A study of computer programmers at Bell Laboratories showed that the star performers outperformed moderate performers by a margin of 8 to 1. If that holds true in your organization, the conversion of five of your moderate performers into star performers would be the equivalent of adding 35 moderate performers to your workforce. Where are you going to find the five additional star performers? You don’t find them. You develop them.
The Bell Labs study identified nine work strategies that characterize star performers. All of them are qualities that can be inculcated through a good corporate education system. According to researchers Robert Kelly and Janet Caplan, these qualities are:
1) Taking initiative: accepting responsibility above and beyond your stated job, volunteering for additional activities and promoting new ideas.
2) Networking: getting direct and immediate access to coworkers with technical expertise and sharing your own knowledge with those who need it.
3) Self-management: regulating your own work commitments, time, performance level and career growth.
4) Teamwork effectiveness: assuming joint responsibility for work activities, coordinating efforts and accomplishing shared goals with workers.
5) Leadership: formulating, stating and building consensus on common goals and working to accomplish them.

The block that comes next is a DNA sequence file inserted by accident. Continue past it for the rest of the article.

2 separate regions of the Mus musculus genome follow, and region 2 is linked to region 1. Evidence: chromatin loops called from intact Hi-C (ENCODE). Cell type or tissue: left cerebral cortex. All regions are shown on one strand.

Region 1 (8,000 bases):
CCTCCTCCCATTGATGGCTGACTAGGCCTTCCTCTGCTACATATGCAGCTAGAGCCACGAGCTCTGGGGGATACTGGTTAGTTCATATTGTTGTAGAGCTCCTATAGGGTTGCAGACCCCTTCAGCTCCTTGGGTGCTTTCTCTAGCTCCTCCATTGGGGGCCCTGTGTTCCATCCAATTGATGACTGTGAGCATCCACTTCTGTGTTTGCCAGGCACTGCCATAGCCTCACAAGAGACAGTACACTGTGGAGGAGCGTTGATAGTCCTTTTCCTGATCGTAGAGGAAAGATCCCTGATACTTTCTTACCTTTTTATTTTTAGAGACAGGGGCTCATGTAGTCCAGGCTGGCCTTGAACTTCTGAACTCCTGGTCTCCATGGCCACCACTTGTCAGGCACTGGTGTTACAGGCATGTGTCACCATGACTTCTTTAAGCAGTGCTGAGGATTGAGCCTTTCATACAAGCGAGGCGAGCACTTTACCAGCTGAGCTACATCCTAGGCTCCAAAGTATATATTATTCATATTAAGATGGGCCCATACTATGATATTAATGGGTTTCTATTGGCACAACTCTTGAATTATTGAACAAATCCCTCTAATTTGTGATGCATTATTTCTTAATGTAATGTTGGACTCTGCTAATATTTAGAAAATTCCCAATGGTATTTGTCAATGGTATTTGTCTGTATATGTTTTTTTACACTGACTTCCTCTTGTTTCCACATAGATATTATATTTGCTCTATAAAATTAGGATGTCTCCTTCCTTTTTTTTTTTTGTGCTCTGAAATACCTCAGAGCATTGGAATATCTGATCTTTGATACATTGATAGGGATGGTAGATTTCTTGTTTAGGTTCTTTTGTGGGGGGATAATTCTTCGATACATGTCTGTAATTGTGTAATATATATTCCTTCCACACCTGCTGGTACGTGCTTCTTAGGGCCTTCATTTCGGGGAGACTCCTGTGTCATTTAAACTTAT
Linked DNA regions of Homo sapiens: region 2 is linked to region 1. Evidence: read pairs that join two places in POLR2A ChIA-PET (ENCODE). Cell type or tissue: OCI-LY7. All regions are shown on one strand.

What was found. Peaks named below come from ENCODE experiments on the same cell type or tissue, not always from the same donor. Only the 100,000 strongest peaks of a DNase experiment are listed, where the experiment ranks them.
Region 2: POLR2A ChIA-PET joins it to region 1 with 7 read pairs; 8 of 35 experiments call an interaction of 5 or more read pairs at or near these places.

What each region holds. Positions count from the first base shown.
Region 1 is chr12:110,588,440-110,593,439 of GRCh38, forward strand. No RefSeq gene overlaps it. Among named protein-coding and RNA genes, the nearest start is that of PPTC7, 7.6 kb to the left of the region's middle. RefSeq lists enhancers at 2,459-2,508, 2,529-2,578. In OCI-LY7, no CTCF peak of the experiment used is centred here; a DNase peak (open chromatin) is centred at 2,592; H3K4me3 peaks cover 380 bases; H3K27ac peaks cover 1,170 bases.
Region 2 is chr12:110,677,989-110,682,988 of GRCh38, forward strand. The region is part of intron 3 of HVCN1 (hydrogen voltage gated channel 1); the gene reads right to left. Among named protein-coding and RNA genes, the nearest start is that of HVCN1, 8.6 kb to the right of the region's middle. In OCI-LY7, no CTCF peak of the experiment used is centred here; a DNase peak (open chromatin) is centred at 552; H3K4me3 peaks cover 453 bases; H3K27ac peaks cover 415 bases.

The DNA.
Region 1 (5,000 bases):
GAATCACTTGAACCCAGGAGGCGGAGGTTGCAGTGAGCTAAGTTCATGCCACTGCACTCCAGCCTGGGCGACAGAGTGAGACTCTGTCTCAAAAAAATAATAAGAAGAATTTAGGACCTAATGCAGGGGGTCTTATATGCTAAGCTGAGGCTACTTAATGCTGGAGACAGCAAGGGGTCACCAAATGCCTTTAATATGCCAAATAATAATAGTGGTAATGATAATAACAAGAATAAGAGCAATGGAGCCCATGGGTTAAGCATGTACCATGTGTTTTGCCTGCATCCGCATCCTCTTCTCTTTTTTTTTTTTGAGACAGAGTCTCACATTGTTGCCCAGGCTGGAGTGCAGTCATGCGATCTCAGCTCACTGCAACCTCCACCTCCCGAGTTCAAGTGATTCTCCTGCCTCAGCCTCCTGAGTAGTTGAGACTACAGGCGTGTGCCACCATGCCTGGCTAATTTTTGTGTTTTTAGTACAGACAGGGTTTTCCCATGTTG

6) Followership: helping the leader to accomplish the organization’s goals and thinking for yourself rather than relying solely on managerial direction.
7) Perspective: seeing your job in its larger context and taking on other viewpoints, like those of the customer, manager and work team.
8) Show-and-tell: presenting your ideas persuasively in written or oral form.
9) Organizational savvy: navigating the competing interests in an organization to promote cooperation, address conflicts and get things done.
Star performers considered initiative, technical competence and other cognitive abilities to be core competencies. Show-and-tell and organizational savvy were on the outer edge of their circle of importance. Middle performers placed show-and-tell and organizational savvy at the center. While star performers were focused on performance, middle performers were focused on impressing management.
Star performers and middle performers also showed marked differences in their attitudes toward networking. The middle performers waited until after they had encountered problems before looking around for someone who could provide help and support. The star performers built a network of helpers and supporters in advance, so they could call on them immediately when needed.
The study concluded that “Individual productivity depends on the ability to channel one’s expertise, creativity and insight into working with other professionals.”
Star performers emerge from educational systems tailored to the individual company and the individual job. They don’t want to become clones. Too many companies today are content with training programs that provide people with knowledge and expertise, but skimp on educational processes that teach them to apply what they learn. You can’t train them to seek excellence. You change that attitude through consistent input that appeals to an individual’s self-interest and organizational spirit.